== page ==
More than 29 million people have diabetes in the United States; 86 million people are at risk for developing it. In this podcast, Tanya Johnson discusses ways to prevent or control the onset of diabetes. Created: 3/17/2016 by MMWR.
Date Released: 3/17/2016. Series Name: A Cup of Health with CDC.
A CUP OF HEALTH WITH CDC
Diabetes Alert Day — March 22, 2016
Recorded: March 15, 2016; posted: March 17, 2016
[Announcer] This program is presented by the Centers for Disease Control and Prevention.
[Dr. Gaynes] Welcome to A Cup of Health with CDC, a weekly feature of the MMWR, the Morbidity and Mortality Weekly Report. I’m your host, Dr. Robert Gaynes.
Diabetes is a common chronic disease in the United States. More than 29 million people have it and 86 million people are at risk for developing it. Tanya Johnson is a communications specialist with CDC’s National Center for Chronic Disease Prevention and Health Promotion. She’s joining us today to discuss ways to prevent or control the onset of diabetes. Welcome to the show, Tanya.
[Tanya Johnson] Thank you.
[Dr. Gaynes] Tanya, let’s start with what is diabetes?
[Tanya Johnson] Diabetes is a disease in which blood glucose, or blood sugar, levels are above normal. Most of the food we eat is turned into glucose, or sugar, for our bodies to use for energy. Our body makes insulin to help glucose get into our cells. When you have diabetes, your body either doesn’t make enough insulin or can’t use its own insulin as well as it should. This causes sugar to build up in your blood. Diabetes can cause serious health complications, including heart disease, blindness, kidney failure, and amputations. Diabetes is the seventh leading cause of death in the United States.
[Dr. Gaynes] What is the difference between type 1 and type 2 diabetes?
[Tanya Johnson] Type 1 diabetes is where your body does not produce enough insulin and it can’t be prevented. Type 2 is where your body does not use insulin properly. Type 2 is a two-fold issue. Your genetics put you at risk and your lifestyle causes the disease to develop.
[Dr. Gaynes] Are there any symptoms of diabetes?
[Tanya Johnson] Many people with diabetes do not show any symptoms, but if they do, it might be frequent urination, excessive thirst, extreme hunger, blurred vision, tingling or numbness in the hands or feet, feeling very tired much of the time, and perhaps having sores that are slow to heal.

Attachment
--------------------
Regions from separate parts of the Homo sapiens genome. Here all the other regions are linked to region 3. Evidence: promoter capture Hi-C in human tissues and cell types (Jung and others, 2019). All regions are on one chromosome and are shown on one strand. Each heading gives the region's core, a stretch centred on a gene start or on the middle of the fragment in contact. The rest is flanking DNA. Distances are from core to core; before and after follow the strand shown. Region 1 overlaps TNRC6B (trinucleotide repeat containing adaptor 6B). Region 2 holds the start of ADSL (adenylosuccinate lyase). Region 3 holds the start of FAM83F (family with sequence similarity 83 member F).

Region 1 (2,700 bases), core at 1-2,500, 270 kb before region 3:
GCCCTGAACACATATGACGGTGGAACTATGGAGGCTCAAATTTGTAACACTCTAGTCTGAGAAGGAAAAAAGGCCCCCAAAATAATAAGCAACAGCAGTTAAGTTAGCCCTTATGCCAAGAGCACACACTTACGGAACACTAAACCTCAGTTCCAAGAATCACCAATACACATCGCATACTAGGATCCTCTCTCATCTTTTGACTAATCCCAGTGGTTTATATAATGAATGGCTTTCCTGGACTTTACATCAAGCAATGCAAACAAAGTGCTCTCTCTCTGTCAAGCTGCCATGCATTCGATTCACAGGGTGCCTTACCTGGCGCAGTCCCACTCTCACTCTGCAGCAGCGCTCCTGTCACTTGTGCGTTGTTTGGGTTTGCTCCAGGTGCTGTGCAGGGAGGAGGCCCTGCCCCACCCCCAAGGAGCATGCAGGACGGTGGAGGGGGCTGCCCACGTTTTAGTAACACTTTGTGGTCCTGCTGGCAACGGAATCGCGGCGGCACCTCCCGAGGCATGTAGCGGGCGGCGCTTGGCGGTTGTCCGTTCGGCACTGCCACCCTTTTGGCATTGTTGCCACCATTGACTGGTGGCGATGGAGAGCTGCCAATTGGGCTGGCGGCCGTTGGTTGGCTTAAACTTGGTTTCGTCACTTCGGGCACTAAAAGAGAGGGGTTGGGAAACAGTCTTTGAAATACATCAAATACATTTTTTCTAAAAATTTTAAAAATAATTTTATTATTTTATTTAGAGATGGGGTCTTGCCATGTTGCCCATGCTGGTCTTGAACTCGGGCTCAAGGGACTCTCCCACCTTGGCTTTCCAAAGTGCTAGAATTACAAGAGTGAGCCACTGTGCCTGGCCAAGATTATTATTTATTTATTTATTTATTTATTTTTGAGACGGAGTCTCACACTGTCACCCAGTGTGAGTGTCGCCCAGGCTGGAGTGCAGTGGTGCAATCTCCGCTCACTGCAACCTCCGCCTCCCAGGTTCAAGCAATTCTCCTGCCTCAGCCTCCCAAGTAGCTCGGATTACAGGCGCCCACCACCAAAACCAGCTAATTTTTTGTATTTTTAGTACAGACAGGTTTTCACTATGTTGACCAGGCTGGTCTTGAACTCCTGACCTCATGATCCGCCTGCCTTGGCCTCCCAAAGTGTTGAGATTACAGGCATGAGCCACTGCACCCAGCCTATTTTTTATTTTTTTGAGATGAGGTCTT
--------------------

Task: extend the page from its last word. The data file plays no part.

[Dr. Gaynes] What can we do to prevent type 2 diabetes?
[Tanya Johnson] We have good news on how to prevent type 2 diabetes, particularly in those who have what we call “prediabetes.” Prediabetes is where the blood sugar is already elevated but it’s not yet high enough to be diagnosed as type 2 diabetes. Type 2 diabetes can be prevented by doing two things. One, participating in about 150 minutes of physical activity a week, and two, selecting healthier foods that allow you to lose about five to seven percent of your body weight. That would mean, in a 200 pound person, about 10 to 14 pounds. Diet and physical activity go a long way in preventing type 2 diabetes.
[Dr. Gaynes] When should a person be screened for type 2 diabetes?
[Tanya Johnson] People should be tested for type 2 diabetes beginning at age 45 and tested about every three years, but your health care provider may really want you to be tested more frequently or start that testing at an earlier age. It again depends on those risk factors that you have and what your health care provider thinks is the best course of action for you.
[Dr. Gaynes] Tanya, where can listeners get more information about diabetes?
[Dr. Gaynes] Thanks, Tanya. I’ve been talking today with CDC’s Tanya Johnson about ways to prevent the onset of type 2 diabetes.
Eighty six million adults in the U.S. have prediabetes, but only 10 percent know they have it. Prediabetes places them at risk for developing type 2 diabetes, heart disease, and stroke. Make an appointment with your health care provider to learn if you’re at risk for diabetes.
Until next time, be well. This is Dr. Robert Gaynes for A Cup of Health with CDC.
[Announcer] For the most accurate health information, visit cdc.gov or call 1-800-CDC-INFO.